Going slow and powerfully is the key to handling the brace and bit. With a little practice and sharp bits, you can drive a hole with a brace almost as fast as you could do it with a power drill. More importantly, due to the increased torque, a brace and bit can handle much larger and deeper holes than the average power drill.
Planes and Scrapers
Smoothing tools are the most unique equipment in the arena of hand tools. There are many different types of planes, ranging from large jack planes to tiny thumb planes. Scrapers come in different varieties, but they all perform essentially the same function.
The plane is a rigid frame that holds a blade at an angle, allowing a carpenter to slide the tool across the wood and remove thin layers. The depth of the cut depends on what you’re trying to do, but it’s usually a few millimeters at a time. Taking off larger amounts is done by making multiple passes over the wood.
Jointer planes and jack planes are used primarily for flattening boards, since their long frames allow the blade to skip over low points and cut away high points. If you have a bowed piece of lumber that you want reduced in thickness and made straight, you can cut it to flat with one of these planes. Of the two, jack planes are the more flexible tool, since they can also be used with a slightly curved blade for smoothing.
The smallest planes are used for smoothing out the work, much like modern sandpaper is used. However, there are many planes with special purposes, such as router planes and moulding planes.
Using the plane is the same for all, regardless of the type. They are remarkably intuitive to use, with the super stiff frame doing most of the work for you. As long as you have a properly sharpened blade, the only thing to remember is to use easy, shallow strokes. Using a plane is a lot like shaving: it should go smoothly and efficiently, with the barest hint of a catch as the blade takes off material.
While scrapers can create a surface smoother than any sandpaper can, they require constant attention to maintain their burr edge that does the work. Unless you have some experience in sharpening tools, it’s might be best to stick to sandpaper until you’re willing to spend some time experimenting with sharpening a scraper you can afford to waste.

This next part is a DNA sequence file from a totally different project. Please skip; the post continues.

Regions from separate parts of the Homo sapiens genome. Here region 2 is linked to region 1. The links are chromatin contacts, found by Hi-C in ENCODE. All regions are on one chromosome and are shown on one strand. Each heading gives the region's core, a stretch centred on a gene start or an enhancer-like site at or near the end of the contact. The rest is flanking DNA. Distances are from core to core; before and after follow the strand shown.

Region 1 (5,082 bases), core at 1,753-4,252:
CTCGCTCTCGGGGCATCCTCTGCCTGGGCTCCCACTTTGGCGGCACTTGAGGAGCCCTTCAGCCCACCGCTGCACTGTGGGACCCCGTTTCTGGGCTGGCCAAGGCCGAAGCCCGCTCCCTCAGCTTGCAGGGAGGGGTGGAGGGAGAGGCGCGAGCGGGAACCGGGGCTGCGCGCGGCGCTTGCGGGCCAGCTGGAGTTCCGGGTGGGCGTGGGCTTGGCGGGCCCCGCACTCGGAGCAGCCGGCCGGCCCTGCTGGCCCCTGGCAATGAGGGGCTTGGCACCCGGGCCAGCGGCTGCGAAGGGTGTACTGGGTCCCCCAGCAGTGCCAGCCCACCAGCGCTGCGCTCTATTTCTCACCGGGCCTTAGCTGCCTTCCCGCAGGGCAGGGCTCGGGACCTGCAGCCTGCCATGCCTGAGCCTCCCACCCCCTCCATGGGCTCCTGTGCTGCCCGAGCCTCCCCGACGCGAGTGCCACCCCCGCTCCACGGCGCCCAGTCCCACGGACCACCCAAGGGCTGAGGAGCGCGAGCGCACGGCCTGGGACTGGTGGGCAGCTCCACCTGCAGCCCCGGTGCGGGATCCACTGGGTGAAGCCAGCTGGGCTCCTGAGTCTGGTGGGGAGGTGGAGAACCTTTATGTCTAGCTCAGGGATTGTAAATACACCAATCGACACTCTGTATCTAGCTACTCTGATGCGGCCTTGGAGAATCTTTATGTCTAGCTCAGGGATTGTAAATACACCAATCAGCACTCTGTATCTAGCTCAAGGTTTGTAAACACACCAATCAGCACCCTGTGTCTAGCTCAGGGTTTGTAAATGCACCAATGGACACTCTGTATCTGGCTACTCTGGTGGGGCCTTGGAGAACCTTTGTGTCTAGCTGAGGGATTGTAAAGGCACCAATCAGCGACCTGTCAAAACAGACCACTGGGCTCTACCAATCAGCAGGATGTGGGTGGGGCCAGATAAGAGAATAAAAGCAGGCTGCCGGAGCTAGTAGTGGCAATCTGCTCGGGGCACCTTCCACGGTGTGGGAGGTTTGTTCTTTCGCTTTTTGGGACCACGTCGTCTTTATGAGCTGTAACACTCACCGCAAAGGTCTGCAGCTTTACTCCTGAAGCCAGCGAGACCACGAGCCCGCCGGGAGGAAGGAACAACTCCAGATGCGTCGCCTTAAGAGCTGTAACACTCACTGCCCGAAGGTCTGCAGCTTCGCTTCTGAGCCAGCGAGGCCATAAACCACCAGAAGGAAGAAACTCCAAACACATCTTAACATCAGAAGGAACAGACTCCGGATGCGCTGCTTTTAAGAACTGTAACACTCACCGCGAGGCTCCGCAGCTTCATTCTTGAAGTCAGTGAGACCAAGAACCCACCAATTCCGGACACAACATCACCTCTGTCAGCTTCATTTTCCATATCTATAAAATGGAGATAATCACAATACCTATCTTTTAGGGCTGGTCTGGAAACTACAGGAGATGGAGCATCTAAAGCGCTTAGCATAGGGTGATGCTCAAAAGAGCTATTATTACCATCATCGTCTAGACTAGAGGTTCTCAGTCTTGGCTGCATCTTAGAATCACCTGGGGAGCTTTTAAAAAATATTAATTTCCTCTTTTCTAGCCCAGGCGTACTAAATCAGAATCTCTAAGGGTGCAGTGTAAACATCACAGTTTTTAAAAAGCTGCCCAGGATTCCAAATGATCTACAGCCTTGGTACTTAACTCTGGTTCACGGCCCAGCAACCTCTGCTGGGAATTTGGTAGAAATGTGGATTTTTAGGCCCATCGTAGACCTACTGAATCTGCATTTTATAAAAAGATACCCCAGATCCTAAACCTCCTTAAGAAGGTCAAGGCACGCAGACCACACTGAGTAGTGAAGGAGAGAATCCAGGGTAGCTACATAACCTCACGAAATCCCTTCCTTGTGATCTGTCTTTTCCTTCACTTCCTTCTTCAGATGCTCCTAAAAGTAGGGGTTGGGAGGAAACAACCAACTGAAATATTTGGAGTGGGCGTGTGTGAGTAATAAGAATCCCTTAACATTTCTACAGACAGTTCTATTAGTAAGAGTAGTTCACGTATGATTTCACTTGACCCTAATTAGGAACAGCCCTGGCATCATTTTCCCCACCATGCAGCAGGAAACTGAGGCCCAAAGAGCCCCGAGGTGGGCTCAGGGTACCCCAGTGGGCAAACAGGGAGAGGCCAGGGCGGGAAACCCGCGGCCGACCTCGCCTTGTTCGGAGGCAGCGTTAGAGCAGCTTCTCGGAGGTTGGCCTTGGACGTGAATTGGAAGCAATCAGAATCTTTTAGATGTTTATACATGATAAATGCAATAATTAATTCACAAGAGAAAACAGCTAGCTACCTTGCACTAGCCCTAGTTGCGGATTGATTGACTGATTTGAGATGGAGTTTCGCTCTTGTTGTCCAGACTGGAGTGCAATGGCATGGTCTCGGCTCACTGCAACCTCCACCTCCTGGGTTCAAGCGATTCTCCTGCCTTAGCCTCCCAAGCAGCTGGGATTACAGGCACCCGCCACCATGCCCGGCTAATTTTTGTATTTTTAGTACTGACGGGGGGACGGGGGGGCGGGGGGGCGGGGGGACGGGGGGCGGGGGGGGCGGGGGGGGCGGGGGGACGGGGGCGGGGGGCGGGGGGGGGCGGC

After the plane, the chisel is the next hand tool that really doesn’t have a power tool equivalent. The sharp blade of a good wood chisel can be used in practically every step of the wood working process. Properly honed, a chisel blade is sharp enough to shave away wood free-hand, allowing you to smooth wood in areas a plane or scraper can’t reach.
Chisels work exceptionally well at removing wood quickly and neatly, in the classic tap and cut manner. Use a wooden mallet instead of a regular hammer, if possible. The blow is somewhat softer and more manageable. Just like planes, the blade of a chisel must be kept sharp in order to work efficiently. A dull blade is a recipe for frustration and possible injury to either the woodworker or the project.
Combination squares and bevel gauges are indispensable, if you’re planning to make accurate, straight woodwork.
The one is used to measure length and depth as well as right angles and 45 degree angles, while the other is used for duplicating angles. At some point, you’re sure to find a line-gauge useful as well. Cutting straight lines along lengthy boards is difficult enough without crooked markings and the line gauge will help keep your cuts parallel to the board edge.
Cheap squares have a tendency to be out of square and inaccurate, so make sure you buy a quality tool. A carpenter’s angle square is usually perfectly square and won’t warp, but the sliding measuring stick of a combination square is practically mandatory for a carpenter.
Bevel gauges, by nature, rely on the woodworker to be precise. However, when you buy one, make sure the blade isn’t warped and that the wood isn’t, either. A perfect angle requires straight parts. For a beginning woodworker, a steel blade and plastic stock are probably best; brass and wood gauges are slightly more delicate.
A standard pencil or a marking knife is the one tool in your shop that will get used regardless of what you’re working on. Marking, remarking, and then checking the mark’s accuracy is the best way to be a good woodcrafter. One good cut is worth a hundred bad cuts, in terms of time, money, and temper.
Do not use a pen, marker, or anything that will actually stain the wood. Ink soaks into the wood, which is fine for basic framing or slapped-together projects, but it will ruin any kind of fine woodworking. You’ll even have a hard time obscuring the ink with paint. Pencil graphite can be easily buffed off, or sanded, if necessary.